Mammal Hands

A debut appearance at Milestones for the trio that has been making waves on the UK jazz scene. Drawing on influences from Steve Reich to Bonobo, Pharoah Sanders to The Cinematic Orchestra, North Indian to African music, they produce inimitable music at times wistful and melancholic, sometimes raucous, catchy and explosive. New music from their soon to be released second album once again displays a thoughtful blending of composition with spontaneity and interplay. Featuring Jordan Smart (saxophones), Nick Smart (keyboard) and Jesse Barrett (drums and percussion).

Watch footage of Mammal Hands here and visit the band's website here

“Gondwana Records always releases quality music and this next record is no exception, the band is called Mammal Hands, I think you’re gonna love it”
Jamie Cullum, BBC Radio 2

“These guys are young, talented, highly expressive and think outside of the box. With Animalia they bring something new, bold and exciting into the far-reaching jazz arena”
Igloo magazine

Admission - 7 / 6 (concession)


with Benet McLean

Since 2009 this exhilarating and accessible sax-led trio have carved out a reputation as one of the UK’s most in demand bands and their new CD, 'String Theory', furthers the argument for this freewheeling, fiercely interactive unit to being one of the best. Influenced by the contemporary New York scene their hard to pin down grooves create new ideas and avenues of excitement at every turn. Featuring Duncan Eagles (tenor sax), Max Luthert (double bass) and Eric Ford (drums) with special guest Benet McLean (violin).

Watch footage of Partikel here

Admission - 7 / 6 (concession)


*PLEASE NOTE*: details of concerts and musicians appearing are correct at the time of writing although changes are sometimes necessary. Please feel free to check with us before attending.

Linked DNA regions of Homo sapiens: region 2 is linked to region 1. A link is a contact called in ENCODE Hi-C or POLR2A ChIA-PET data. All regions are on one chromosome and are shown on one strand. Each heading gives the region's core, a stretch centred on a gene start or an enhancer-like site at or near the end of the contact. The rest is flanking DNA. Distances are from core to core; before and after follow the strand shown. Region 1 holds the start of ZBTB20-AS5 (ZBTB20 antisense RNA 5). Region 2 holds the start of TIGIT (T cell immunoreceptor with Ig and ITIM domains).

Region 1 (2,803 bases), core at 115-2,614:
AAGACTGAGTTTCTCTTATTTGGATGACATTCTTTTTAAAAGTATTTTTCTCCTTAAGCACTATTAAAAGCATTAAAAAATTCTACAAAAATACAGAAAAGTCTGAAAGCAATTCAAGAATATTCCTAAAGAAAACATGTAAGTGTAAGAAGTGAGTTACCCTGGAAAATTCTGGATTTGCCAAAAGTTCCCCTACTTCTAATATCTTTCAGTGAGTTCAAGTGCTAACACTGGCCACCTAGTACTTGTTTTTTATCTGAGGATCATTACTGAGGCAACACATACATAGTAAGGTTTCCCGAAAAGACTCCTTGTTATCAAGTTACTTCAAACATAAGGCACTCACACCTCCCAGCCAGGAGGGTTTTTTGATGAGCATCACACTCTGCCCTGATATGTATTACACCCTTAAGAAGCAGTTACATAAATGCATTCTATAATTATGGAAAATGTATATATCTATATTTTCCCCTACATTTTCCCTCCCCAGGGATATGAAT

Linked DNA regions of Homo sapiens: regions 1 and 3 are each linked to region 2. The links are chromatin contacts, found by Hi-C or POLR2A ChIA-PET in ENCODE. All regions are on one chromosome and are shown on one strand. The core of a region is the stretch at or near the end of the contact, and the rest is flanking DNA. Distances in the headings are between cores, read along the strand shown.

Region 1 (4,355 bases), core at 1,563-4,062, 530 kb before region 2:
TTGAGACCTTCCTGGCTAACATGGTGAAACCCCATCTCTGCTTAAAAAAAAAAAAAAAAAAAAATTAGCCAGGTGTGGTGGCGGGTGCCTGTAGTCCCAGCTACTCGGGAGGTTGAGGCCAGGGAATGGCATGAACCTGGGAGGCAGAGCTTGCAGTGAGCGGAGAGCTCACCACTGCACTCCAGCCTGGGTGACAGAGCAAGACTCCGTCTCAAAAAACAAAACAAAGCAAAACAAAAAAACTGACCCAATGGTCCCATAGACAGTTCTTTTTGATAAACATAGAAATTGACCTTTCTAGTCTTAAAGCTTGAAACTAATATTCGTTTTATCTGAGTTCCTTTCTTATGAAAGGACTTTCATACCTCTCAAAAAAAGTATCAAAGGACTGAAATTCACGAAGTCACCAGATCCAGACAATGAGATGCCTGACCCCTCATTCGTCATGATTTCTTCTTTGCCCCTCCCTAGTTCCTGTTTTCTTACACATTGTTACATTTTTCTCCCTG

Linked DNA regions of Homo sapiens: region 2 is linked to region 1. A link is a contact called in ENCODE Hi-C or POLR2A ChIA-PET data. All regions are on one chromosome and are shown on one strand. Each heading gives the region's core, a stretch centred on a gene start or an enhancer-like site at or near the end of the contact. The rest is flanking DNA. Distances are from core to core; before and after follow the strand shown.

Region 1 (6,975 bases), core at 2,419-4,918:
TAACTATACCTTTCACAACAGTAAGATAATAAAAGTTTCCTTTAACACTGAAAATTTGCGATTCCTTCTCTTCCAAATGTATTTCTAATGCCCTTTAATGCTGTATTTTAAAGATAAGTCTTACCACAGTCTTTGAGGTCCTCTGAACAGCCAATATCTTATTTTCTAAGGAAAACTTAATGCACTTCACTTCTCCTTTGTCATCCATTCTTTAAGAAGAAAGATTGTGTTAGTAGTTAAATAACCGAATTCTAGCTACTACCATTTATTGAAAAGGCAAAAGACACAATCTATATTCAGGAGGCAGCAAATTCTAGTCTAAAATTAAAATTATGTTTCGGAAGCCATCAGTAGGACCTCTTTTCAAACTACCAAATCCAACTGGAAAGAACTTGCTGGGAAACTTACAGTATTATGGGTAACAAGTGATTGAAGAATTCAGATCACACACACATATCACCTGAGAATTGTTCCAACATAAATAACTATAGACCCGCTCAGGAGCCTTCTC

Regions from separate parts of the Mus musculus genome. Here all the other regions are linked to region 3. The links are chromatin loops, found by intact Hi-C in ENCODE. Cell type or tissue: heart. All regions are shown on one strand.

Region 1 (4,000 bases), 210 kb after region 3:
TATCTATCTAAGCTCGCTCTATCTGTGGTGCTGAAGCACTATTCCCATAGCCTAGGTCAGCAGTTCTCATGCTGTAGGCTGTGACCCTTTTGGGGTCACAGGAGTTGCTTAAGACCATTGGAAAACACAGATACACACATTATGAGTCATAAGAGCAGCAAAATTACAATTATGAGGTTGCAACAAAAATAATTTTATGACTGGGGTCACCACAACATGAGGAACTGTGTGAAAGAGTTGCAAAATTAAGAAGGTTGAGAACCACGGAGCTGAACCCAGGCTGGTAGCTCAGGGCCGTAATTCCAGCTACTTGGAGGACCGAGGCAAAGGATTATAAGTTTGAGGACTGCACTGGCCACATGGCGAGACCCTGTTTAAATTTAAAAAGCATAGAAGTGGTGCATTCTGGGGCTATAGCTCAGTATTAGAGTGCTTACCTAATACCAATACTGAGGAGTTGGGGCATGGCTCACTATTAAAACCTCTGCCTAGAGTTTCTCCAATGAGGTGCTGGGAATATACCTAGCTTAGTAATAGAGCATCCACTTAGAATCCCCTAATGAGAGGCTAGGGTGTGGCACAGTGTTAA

Somebody who decides to play jazz for a living knows he will struggle for the rest of his life, unless he opts for predictable and soothing compromise. Honest jazz involves public exploration. It takes guts to make mistakes in public, and mistakes are inherent. If there are no mistakes, it's a mistake. In Keith Jarrett's solo improvisations you can hear him hesitate, turn in circles for a while, struggle to find the next idea. Bird used to start a phrase two or three times before figuring out how to continue it. The heart and soul of improvisation is turning mistakes into discovery. On the spot. Now. No second draft. It can take a toll night after night in front of an audience that just might be considering you shallow.

From 'Close Enough For Jazz', Mike Zwerin (1983)


Now, divine air! Now is his soul ravished! Is it not strange that sheeps' guts should hale souls out of men's bodies? Well, a horn for my money, when all's done.

From 'Much Ado About Nothing' (Act II, Scene iii), William Shakespeare (1600)


Onstage, he storms inwardly, glaring at his audience, wincing at his trumpet, stabbing and tugging at his ear. Often his solos degenerate into a curse blown again and again through his horn in four soft beats. But Miles can break hearts. Without attempting the strident showmanship of most trumpeters, he still creates a mood of terror suppressed - a lurking and highly exciting impression that he may some day blow his brains out playing.

Barry Farrell, writing in Time Magazine (February 28 1964)